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What is Alaskapox? The disease has claimed its first fatality


Alaska public health officials have disclosed the first known human death from Alaskapox, a virus typically found in small mammals.

No human-to-human transmission of Alaskapox has been detected so far, and there have been no known cases outside of the state for which the virus is named. California health officials confirmed that no cases of the virus have been reported in the state.

The first known person to die from the virus was an elderly man on Alaska’s Kenai Peninsula who was undergoing treatment for cancer, state health officials said in a bulletin released late last week.

The man’s symptoms began in mid-September with a painful red lesion near his shoulder that did not respond to antibiotic treatment. At the time of his hospitalization in November, he complained of burning pain that made it difficult to move his arm. Doctors noted four additional sores on other parts of his body and sent swabs of the lesions to the U.S. Centers for Disease Control and Prevention for testing.

The man was taking medication to treat his cancer, and the medication was hampering his immune system. Despite some positive response to antiviral treatment, his health deteriorated rapidly in hospital and he died in January.

The man was only the seventh person known to have been infected with the virus since it was first detected in humans in 2015, according to the Alaska Department of Public Health. He was also the first person to be sick enough to require hospitalization.

“The patient’s immunocompromised status likely contributed to the severity of the illness,” state health officials said. said in a report.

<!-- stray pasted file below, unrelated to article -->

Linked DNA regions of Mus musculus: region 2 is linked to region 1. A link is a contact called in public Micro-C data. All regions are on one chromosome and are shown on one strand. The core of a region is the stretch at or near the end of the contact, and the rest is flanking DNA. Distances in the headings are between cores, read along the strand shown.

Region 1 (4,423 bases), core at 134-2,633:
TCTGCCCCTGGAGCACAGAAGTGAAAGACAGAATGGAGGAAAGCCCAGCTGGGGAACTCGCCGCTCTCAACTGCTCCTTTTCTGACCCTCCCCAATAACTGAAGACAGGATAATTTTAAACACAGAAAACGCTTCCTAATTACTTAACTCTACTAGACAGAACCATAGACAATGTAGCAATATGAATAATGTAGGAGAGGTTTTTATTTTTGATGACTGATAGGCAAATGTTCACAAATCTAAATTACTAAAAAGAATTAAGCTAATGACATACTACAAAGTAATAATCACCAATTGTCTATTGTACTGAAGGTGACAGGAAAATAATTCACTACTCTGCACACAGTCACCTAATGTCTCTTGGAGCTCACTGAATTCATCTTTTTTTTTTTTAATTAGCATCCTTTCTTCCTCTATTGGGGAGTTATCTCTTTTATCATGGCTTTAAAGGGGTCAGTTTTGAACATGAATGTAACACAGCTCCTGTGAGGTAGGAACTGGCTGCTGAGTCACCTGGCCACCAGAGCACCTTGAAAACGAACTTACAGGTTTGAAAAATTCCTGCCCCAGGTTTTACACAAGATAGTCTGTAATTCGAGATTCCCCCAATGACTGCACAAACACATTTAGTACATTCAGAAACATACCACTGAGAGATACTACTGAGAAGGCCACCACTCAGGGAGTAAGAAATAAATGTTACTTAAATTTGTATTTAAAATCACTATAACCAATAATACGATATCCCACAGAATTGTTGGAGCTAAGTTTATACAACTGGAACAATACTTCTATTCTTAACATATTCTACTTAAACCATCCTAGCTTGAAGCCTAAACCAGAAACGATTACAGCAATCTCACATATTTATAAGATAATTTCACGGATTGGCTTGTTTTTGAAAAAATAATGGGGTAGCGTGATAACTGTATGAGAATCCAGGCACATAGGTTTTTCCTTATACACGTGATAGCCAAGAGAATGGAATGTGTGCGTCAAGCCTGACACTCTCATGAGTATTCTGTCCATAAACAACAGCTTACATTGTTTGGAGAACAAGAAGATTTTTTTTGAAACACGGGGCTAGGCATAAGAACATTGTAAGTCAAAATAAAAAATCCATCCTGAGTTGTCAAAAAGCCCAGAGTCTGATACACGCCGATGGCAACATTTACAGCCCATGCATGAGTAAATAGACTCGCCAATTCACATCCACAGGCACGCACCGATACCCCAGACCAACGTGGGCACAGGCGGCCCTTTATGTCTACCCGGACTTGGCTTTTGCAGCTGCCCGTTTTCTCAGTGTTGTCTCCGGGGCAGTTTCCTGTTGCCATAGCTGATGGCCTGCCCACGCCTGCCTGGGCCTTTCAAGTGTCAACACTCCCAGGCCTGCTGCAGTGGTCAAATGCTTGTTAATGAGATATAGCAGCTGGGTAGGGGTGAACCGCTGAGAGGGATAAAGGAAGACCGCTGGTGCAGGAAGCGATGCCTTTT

All previous patients complained of swollen lymph nodes and muscle pain which resolved within a few weeks. The virus also causes one or more red, uncomfortable skin lesions, which several previous patients have mistaken for spider or insect bites.

Testing in 2020 and 2021 found the virus present in several species of small mammals in the Fairbanks region of Alaska, particularly shrews and red-backed voles. The man who died in January was the first person outside the Fairbanks area to be diagnosed with the virus, a sign the virus has spread to mammals outside that area, health officials said.

The man lived alone in a forested area and had no known travel or contact with potentially infected people.

He cared for a stray cat prone to both chasing small mammals and scratching its human guardian, state officials noted. The cat had scratched the man on the shoulder a month before the symptoms began, near where his first lesion was discovered. However, officials noted that they could not be sure that this was how the man contracted the virus.

“Wild animals can carry germs that can spread to humans through direct or indirect contact and make people sick,” a California Department of Public Health spokesperson said in an email. “Even if an animal appears healthy, it can still spread germs that can cause disease. Do not touch or approach wild animals or any animals you do not know.

Alaskapox is an orthopoxvirus, a genus of virus that includes smallpox and Mpox, formerly known as monkeypox.

Although no cases of human-to-human transmission of Alaskapox have been reported, Alaska health officials have noted that other orthopoxviruses can be spread through close contact with an infected person’s lesions. This is how health officials believe Mpox spread during the brief 2022 outbreak, in which a virus previously detected in west and central Africa suddenly spread to Europe and the United States. United.

Anyone with suspicious lesions who thinks they may have the virus should cover the wound with a bandage until they can seek medical attention and avoid sharing clothing or bedding with anyone else. , Alaska Division of Public Health. said.



Note: The content and images used in this article is rewritten and sourced from www.latimes.com

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